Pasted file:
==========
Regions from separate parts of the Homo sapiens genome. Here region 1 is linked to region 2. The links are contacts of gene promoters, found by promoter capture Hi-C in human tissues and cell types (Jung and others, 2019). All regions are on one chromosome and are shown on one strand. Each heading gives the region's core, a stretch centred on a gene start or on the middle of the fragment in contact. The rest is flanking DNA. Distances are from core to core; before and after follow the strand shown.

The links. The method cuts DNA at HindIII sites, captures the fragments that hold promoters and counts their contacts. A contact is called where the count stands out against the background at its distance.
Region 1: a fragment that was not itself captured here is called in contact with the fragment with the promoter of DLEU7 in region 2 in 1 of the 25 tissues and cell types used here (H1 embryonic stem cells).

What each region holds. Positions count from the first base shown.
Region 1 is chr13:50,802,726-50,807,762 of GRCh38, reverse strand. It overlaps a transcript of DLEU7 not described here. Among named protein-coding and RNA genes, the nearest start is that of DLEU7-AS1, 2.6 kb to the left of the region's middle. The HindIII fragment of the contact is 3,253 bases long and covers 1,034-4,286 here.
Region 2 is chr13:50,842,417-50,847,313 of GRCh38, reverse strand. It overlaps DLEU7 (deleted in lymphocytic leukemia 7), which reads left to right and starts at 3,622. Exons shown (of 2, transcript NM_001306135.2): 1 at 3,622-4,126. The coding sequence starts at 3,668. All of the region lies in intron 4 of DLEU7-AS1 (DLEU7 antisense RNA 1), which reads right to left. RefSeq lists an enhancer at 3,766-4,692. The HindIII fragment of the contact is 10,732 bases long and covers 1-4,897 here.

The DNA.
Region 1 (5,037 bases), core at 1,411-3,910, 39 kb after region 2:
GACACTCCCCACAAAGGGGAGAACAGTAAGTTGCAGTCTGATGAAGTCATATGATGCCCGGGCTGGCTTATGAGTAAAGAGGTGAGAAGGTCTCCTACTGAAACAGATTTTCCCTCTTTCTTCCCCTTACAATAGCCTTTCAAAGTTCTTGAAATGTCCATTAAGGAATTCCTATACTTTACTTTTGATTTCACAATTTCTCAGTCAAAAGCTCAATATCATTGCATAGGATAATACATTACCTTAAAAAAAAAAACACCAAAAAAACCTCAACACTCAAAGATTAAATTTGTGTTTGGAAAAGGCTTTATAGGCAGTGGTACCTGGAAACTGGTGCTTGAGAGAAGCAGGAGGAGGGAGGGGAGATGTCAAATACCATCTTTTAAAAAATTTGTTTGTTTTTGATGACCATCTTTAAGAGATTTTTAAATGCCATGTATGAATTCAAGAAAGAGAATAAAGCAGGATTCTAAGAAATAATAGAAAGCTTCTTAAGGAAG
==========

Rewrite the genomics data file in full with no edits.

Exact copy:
Regions from separate parts of the Homo sapiens genome. Here region 1 is linked to region 2. The links are contacts of gene promoters, found by promoter capture Hi-C in human tissues and cell types (Jung and others, 2019). All regions are on one chromosome and are shown on one strand. Each heading gives the region's core, a stretch centred on a gene start or on the middle of the fragment in contact. The rest is flanking DNA. Distances are from core to core; before and after follow the strand shown.

The links. The method cuts DNA at HindIII sites, captures the fragments that hold promoters and counts their contacts. A contact is called where the count stands out against the background at its distance.
Region 1: a fragment that was not itself captured here is called in contact with the fragment with the promoter of DLEU7 in region 2 in 1 of the 25 tissues and cell types used here (H1 embryonic stem cells).

What each region holds. Positions count from the first base shown.
Region 1 is chr13:50,802,726-50,807,762 of GRCh38, reverse strand. It overlaps a transcript of DLEU7 not described here. Among named protein-coding and RNA genes, the nearest start is that of DLEU7-AS1, 2.6 kb to the left of the region's middle. The HindIII fragment of the contact is 3,253 bases long and covers 1,034-4,286 here.
Region 2 is chr13:50,842,417-50,847,313 of GRCh38, reverse strand. It overlaps DLEU7 (deleted in lymphocytic leukemia 7), which reads left to right and starts at 3,622. Exons shown (of 2, transcript NM_001306135.2): 1 at 3,622-4,126. The coding sequence starts at 3,668. All of the region lies in intron 4 of DLEU7-AS1 (DLEU7 antisense RNA 1), which reads right to left. RefSeq lists an enhancer at 3,766-4,692. The HindIII fragment of the contact is 10,732 bases long and covers 1-4,897 here.

The DNA.
Region 1 (5,037 bases), core at 1,411-3,910, 39 kb after region 2:
GACACTCCCCACAAAGGGGAGAACAGTAAGTTGCAGTCTGATGAAGTCATATGATGCCCGGGCTGGCTTATGAGTAAAGAGGTGAGAAGGTCTCCTACTGAAACAGATTTTCCCTCTTTCTTCCCCTTACAATAGCCTTTCAAAGTTCTTGAAATGTCCATTAAGGAATTCCTATACTTTACTTTTGATTTCACAATTTCTCAGTCAAAAGCTCAATATCATTGCATAGGATAATACATTACCTTAAAAAAAAAAACACCAAAAAAACCTCAACACTCAAAGATTAAATTTGTGTTTGGAAAAGGCTTTATAGGCAGTGGTACCTGGAAACTGGTGCTTGAGAGAAGCAGGAGGAGGGAGGGGAGATGTCAAATACCATCTTTTAAAAAATTTGTTTGTTTTTGATGACCATCTTTAAGAGATTTTTAAATGCCATGTATGAATTCAAGAAAGAGAATAAAGCAGGATTCTAAGAAATAATAGAAAGCTTCTTAAGGAAG